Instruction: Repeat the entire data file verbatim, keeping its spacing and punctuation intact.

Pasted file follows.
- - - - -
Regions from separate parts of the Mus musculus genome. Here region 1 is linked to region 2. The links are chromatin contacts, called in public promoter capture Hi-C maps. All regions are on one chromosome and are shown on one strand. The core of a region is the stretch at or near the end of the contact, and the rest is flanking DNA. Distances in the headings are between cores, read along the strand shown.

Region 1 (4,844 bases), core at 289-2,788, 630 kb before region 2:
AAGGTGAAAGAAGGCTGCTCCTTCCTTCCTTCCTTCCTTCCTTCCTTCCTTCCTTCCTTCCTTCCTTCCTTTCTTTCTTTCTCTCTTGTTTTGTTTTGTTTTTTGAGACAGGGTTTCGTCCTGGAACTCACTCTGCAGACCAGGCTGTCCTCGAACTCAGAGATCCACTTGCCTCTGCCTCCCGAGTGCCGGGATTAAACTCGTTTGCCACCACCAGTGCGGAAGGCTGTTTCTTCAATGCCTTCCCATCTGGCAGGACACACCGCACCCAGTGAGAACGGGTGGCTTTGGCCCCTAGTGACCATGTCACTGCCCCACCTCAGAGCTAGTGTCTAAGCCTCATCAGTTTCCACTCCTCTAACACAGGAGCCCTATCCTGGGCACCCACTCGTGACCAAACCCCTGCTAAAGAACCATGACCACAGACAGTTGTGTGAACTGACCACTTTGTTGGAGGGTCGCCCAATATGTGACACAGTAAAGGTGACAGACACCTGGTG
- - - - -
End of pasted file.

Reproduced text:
Regions from separate parts of the Mus musculus genome. Here region 1 is linked to region 2. The links are chromatin contacts, called in public promoter capture Hi-C maps. All regions are on one chromosome and are shown on one strand. The core of a region is the stretch at or near the end of the contact, and the rest is flanking DNA. Distances in the headings are between cores, read along the strand shown.

Region 1 (4,844 bases), core at 289-2,788, 630 kb before region 2:
AAGGTGAAAGAAGGCTGCTCCTTCCTTCCTTCCTTCCTTCCTTCCTTCCTTCCTTCCTTCCTTCCTTCCTTTCTTTCTTTCTCTCTTGTTTTGTTTTGTTTTTTGAGACAGGGTTTCGTCCTGGAACTCACTCTGCAGACCAGGCTGTCCTCGAACTCAGAGATCCACTTGCCTCTGCCTCCCGAGTGCCGGGATTAAACTCGTTTGCCACCACCAGTGCGGAAGGCTGTTTCTTCAATGCCTTCCCATCTGGCAGGACACACCGCACCCAGTGAGAACGGGTGGCTTTGGCCCCTAGTGACCATGTCACTGCCCCACCTCAGAGCTAGTGTCTAAGCCTCATCAGTTTCCACTCCTCTAACACAGGAGCCCTATCCTGGGCACCCACTCGTGACCAAACCCCTGCTAAAGAACCATGACCACAGACAGTTGTGTGAACTGACCACTTTGTTGGAGGGTCGCCCAATATGTGACACAGTAAAGGTGACAGACACCTGGTG